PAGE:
People with diabetes

English

Building Blocks in diabetes care and prevention in Paraguay

An ongoing initiative of the Pan American Health Organization/World Health Organization focuses on the development of basic procedures to improve diabetes prevention and control: the Building Blocks project. A set of diabetes care guidelines based on the Building Blocks principles resulted from a number of regional workshops involving experts in a variety of diabetes-related fields

Sowing the seeds of change

Editor-in-Chief's editorial

Fighting discrimination with fire in South Africa

Despite his 13 years of experience as a voluntary fire fighter, Stuart Murdoch’s application to become a professional member of the fire brigade in his home town of Fish Hoek, South Africa was rejected – because he had type 1 diabetes. Upon hearing of his employers’ decision to discriminate against him on the grounds of his condition, Stuart felt indignant and deflated; but he was not defeated. This is his account of how his successful struggle against ignorance and discrimination changed the law for people with diabetes in South Africa.

The price of 'progress'? Diabetes in Indigenous Australians

Indigenous Australians have poorer health than the rest of the Australian population; for Aboriginal people, life expectancy is about 20 years less than for the general population. Significantly though, the low expectation of life in Indigenous Australians is less associated with high child mortality, as occurs in many groups in developing countries; the big differences are among young to middle-aged adults.

Can a peer-care model improve diabetes outcomes?

Recent studies have highlighted the importance of good blood glucose control in people with type 2 diabetes and emphasized the importance of reducing cardiovascular risk, particularly in relation to the control of blood pressure. However, achieving this represents a real challenge for people who live with diabetes and those who deliver diabetes care. By way of a response to the need for improved diabetes care, the authors describe plans to initiate a peer-care model in Ireland.

Give the world a shake!

President's editorial

Religion, politics and the diabetic foot in Senegal

Sixty seven-year-old Venerable Karamogo is the spiritual and community leader of a village in the South of Senegal. About nine years after Karamogo was diagnosed with diabetes, a chronic infection developed in his left leg. The surgeons recommended amputation; but this advice was firmly rejected by Karamogo and his family.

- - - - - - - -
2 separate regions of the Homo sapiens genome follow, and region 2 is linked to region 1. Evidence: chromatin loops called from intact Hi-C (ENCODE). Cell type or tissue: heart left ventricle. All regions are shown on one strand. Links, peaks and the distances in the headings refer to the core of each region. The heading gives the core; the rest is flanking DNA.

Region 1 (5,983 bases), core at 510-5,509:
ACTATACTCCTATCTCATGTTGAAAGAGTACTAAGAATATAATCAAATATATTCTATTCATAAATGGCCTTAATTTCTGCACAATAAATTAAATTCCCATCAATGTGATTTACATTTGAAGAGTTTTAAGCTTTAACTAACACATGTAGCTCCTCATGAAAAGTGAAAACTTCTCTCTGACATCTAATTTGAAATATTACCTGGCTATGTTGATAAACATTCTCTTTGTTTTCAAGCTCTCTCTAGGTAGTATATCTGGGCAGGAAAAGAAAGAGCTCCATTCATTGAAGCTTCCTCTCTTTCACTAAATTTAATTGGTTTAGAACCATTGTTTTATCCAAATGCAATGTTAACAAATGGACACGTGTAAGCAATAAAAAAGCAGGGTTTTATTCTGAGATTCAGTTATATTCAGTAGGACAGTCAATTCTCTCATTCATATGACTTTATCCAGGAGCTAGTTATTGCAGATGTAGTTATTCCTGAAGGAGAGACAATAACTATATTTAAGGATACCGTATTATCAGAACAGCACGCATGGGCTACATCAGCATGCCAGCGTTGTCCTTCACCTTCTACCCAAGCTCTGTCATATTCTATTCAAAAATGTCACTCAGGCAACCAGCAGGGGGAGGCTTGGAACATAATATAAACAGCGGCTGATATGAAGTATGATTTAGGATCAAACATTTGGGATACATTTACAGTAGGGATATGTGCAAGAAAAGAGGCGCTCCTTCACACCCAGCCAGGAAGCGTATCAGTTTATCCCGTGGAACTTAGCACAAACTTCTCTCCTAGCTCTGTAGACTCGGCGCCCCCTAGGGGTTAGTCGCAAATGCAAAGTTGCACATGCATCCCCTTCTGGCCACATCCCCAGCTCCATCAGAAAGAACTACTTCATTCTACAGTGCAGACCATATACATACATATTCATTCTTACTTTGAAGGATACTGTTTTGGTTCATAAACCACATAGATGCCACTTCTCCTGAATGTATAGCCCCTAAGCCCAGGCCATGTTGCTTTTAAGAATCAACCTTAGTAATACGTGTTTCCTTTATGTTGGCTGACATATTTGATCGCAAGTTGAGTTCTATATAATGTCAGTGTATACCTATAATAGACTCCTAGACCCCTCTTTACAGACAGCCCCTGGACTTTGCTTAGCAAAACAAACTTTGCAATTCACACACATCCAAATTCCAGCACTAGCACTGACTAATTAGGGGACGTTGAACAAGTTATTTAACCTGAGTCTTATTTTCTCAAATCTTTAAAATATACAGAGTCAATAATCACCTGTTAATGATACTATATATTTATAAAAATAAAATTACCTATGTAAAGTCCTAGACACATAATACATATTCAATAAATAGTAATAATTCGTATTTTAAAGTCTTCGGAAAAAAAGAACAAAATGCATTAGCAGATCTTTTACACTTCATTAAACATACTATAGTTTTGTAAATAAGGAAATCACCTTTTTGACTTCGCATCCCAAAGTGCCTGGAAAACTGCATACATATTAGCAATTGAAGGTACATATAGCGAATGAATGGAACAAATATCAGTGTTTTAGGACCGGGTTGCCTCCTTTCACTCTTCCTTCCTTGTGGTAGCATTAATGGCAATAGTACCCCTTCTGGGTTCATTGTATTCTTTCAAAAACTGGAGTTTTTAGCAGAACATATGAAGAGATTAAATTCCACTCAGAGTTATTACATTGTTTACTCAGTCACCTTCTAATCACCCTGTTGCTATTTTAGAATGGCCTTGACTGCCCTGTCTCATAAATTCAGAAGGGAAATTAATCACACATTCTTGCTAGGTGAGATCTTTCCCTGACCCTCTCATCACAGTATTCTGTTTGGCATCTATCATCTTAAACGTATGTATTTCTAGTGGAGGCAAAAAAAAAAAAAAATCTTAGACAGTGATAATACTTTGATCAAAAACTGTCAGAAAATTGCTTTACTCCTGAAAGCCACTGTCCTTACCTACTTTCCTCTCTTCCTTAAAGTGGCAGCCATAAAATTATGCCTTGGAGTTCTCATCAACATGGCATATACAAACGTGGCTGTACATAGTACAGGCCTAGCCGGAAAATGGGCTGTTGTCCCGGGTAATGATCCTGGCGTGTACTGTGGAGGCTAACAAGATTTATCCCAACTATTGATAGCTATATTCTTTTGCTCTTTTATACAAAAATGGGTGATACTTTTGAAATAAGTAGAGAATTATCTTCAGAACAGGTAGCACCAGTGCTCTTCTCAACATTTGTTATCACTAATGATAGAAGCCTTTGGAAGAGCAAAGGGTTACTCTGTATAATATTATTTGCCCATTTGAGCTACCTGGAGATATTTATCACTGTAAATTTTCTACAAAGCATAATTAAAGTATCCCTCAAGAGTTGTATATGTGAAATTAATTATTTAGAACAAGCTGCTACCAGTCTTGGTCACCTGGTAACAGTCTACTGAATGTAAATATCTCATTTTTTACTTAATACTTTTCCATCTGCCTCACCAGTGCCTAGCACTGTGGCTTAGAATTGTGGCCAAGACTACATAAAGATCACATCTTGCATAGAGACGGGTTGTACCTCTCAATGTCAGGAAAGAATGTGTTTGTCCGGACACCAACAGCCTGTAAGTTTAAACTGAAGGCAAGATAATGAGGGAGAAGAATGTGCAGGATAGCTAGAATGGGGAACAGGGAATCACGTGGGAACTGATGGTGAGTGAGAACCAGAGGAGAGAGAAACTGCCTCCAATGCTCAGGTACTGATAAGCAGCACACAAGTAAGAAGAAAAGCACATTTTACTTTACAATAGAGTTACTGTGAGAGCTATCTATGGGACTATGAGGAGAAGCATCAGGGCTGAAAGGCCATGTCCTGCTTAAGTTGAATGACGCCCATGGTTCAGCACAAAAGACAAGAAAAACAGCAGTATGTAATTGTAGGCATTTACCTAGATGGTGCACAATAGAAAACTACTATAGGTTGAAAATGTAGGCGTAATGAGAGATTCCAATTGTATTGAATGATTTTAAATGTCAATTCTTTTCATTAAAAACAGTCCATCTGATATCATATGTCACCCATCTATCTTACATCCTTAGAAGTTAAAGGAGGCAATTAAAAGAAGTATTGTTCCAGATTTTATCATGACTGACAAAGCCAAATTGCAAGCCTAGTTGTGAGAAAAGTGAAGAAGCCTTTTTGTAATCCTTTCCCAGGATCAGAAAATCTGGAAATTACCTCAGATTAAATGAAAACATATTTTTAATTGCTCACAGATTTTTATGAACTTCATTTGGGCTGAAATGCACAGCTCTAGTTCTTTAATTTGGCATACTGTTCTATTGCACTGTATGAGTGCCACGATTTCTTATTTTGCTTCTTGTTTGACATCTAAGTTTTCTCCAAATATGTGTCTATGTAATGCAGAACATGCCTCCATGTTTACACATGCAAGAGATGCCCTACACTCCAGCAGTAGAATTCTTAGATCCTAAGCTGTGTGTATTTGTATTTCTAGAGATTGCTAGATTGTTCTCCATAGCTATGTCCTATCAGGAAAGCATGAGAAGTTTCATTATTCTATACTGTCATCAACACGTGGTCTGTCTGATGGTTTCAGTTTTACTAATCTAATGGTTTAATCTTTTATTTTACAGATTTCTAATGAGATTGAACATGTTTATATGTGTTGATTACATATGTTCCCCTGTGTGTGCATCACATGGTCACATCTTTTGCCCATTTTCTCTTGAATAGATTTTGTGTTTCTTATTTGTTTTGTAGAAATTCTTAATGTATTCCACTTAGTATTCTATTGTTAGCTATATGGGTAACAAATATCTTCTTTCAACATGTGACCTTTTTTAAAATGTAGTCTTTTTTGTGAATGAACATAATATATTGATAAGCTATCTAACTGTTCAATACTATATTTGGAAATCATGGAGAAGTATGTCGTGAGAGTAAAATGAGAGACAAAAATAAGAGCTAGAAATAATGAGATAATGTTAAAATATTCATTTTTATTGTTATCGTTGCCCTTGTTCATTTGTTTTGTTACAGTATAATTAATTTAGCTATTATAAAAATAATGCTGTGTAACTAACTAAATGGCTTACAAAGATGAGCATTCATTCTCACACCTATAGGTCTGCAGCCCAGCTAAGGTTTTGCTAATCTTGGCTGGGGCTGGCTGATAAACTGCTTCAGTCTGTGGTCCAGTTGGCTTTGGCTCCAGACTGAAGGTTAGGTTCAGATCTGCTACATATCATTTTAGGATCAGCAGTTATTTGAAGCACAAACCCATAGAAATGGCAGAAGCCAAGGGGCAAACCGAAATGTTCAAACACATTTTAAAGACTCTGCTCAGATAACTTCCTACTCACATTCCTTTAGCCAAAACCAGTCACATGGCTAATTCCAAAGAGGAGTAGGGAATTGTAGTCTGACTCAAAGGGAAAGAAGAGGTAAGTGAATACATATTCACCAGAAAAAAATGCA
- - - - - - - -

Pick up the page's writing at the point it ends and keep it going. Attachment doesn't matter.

Project HOPE Mexico: empowering people to care for themselves and others

If current trends continue, within the next 10 years, a quarter of all people in Mexico will be living with diabetes. Diabetes already affects 12% of the general population and, astonishingly, one in three people over 65 years of age. Diabetes is the leading cause of blindness, kidney failure and lower-limb amputations. Indeed, in 2004, diabetes was declared the leading cause of death in Mexico due to its link

Providing care for all people with diabetes in the Netherlands

The health system in the Netherlands is set for an overhaul. In January 2006, new health legislation, which includes important reforms in the provision of diabetes care, comes into effect. Having played an important advisory role in the design of this new legislation, the Dutch Diabetes Association (DVN) predicts signifi cant improvements in diabetes care as a result of the reforms. However, not all the stakeholders in diabetes care are happy with the changes, which were the central issue in several national and regional strikes by primary care doctors. As a

Therapeutic diabetes education: the Cuban experience

Cuba is a small island country in the Caribbean with 11 million inhabitants. As in other countries, diabetes is a major challenge to health in Cuba. In order to reduce the health and economic impact of diabetes and improve the quality of life of people with the condition, a country-wide diabetes education programme began development over 30 years ago, linking and promoting optimum care and education. Rosario García and Rolando Suárez report on the achievements of the programme and highlight the central role of diabetes education over three decades of care initiatives in Cuba.

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